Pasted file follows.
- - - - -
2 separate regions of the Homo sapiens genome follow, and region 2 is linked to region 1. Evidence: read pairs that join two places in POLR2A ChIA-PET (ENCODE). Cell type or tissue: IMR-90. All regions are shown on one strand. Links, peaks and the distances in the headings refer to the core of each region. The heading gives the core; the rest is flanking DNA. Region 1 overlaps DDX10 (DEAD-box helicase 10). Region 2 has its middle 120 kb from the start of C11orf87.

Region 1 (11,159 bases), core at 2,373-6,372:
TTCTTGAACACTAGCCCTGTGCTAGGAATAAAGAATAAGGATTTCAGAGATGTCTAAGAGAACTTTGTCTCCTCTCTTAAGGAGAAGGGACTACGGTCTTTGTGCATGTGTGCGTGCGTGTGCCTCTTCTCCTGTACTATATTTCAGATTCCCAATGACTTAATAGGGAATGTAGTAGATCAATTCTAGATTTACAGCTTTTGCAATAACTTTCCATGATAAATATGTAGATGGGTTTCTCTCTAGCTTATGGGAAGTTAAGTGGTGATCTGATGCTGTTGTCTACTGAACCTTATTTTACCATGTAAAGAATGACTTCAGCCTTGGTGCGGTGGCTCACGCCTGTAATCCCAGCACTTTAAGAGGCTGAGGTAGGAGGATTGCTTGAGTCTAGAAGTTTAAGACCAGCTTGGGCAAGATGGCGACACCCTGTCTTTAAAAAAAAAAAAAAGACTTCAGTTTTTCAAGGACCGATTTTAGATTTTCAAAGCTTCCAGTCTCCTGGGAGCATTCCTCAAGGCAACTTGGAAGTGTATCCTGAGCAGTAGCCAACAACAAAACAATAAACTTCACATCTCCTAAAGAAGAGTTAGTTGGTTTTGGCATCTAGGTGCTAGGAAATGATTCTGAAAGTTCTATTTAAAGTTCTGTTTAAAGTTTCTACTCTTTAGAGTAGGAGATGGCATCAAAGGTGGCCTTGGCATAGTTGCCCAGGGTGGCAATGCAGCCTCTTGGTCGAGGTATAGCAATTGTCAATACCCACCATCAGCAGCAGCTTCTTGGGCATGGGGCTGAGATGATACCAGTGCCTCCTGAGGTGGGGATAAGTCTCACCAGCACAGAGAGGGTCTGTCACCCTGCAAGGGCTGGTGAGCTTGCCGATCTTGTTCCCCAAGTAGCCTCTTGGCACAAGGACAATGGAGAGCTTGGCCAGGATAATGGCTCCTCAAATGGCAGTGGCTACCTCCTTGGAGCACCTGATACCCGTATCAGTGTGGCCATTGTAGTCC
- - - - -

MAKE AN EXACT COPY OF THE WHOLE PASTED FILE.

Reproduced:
2 separate regions of the Homo sapiens genome follow, and region 2 is linked to region 1. Evidence: read pairs that join two places in POLR2A ChIA-PET (ENCODE). Cell type or tissue: IMR-90. All regions are shown on one strand. Links, peaks and the distances in the headings refer to the core of each region. The heading gives the core; the rest is flanking DNA. Region 1 overlaps DDX10 (DEAD-box helicase 10). Region 2 has its middle 120 kb from the start of C11orf87.

Region 1 (11,159 bases), core at 2,373-6,372:
TTCTTGAACACTAGCCCTGTGCTAGGAATAAAGAATAAGGATTTCAGAGATGTCTAAGAGAACTTTGTCTCCTCTCTTAAGGAGAAGGGACTACGGTCTTTGTGCATGTGTGCGTGCGTGTGCCTCTTCTCCTGTACTATATTTCAGATTCCCAATGACTTAATAGGGAATGTAGTAGATCAATTCTAGATTTACAGCTTTTGCAATAACTTTCCATGATAAATATGTAGATGGGTTTCTCTCTAGCTTATGGGAAGTTAAGTGGTGATCTGATGCTGTTGTCTACTGAACCTTATTTTACCATGTAAAGAATGACTTCAGCCTTGGTGCGGTGGCTCACGCCTGTAATCCCAGCACTTTAAGAGGCTGAGGTAGGAGGATTGCTTGAGTCTAGAAGTTTAAGACCAGCTTGGGCAAGATGGCGACACCCTGTCTTTAAAAAAAAAAAAAAGACTTCAGTTTTTCAAGGACCGATTTTAGATTTTCAAAGCTTCCAGTCTCCTGGGAGCATTCCTCAAGGCAACTTGGAAGTGTATCCTGAGCAGTAGCCAACAACAAAACAATAAACTTCACATCTCCTAAAGAAGAGTTAGTTGGTTTTGGCATCTAGGTGCTAGGAAATGATTCTGAAAGTTCTATTTAAAGTTCTGTTTAAAGTTTCTACTCTTTAGAGTAGGAGATGGCATCAAAGGTGGCCTTGGCATAGTTGCCCAGGGTGGCAATGCAGCCTCTTGGTCGAGGTATAGCAATTGTCAATACCCACCATCAGCAGCAGCTTCTTGGGCATGGGGCTGAGATGATACCAGTGCCTCCTGAGGTGGGGATAAGTCTCACCAGCACAGAGAGGGTCTGTCACCCTGCAAGGGCTGGTGAGCTTGCCGATCTTGTTCCCCAAGTAGCCTCTTGGCACAAGGACAATGGAGAGCTTGGCCAGGATAATGGCTCCTCAAATGGCAGTGGCTACCTCCTTGGAGCACCTGATACCCGTATCAGTGTGGCCATTGTAGTCC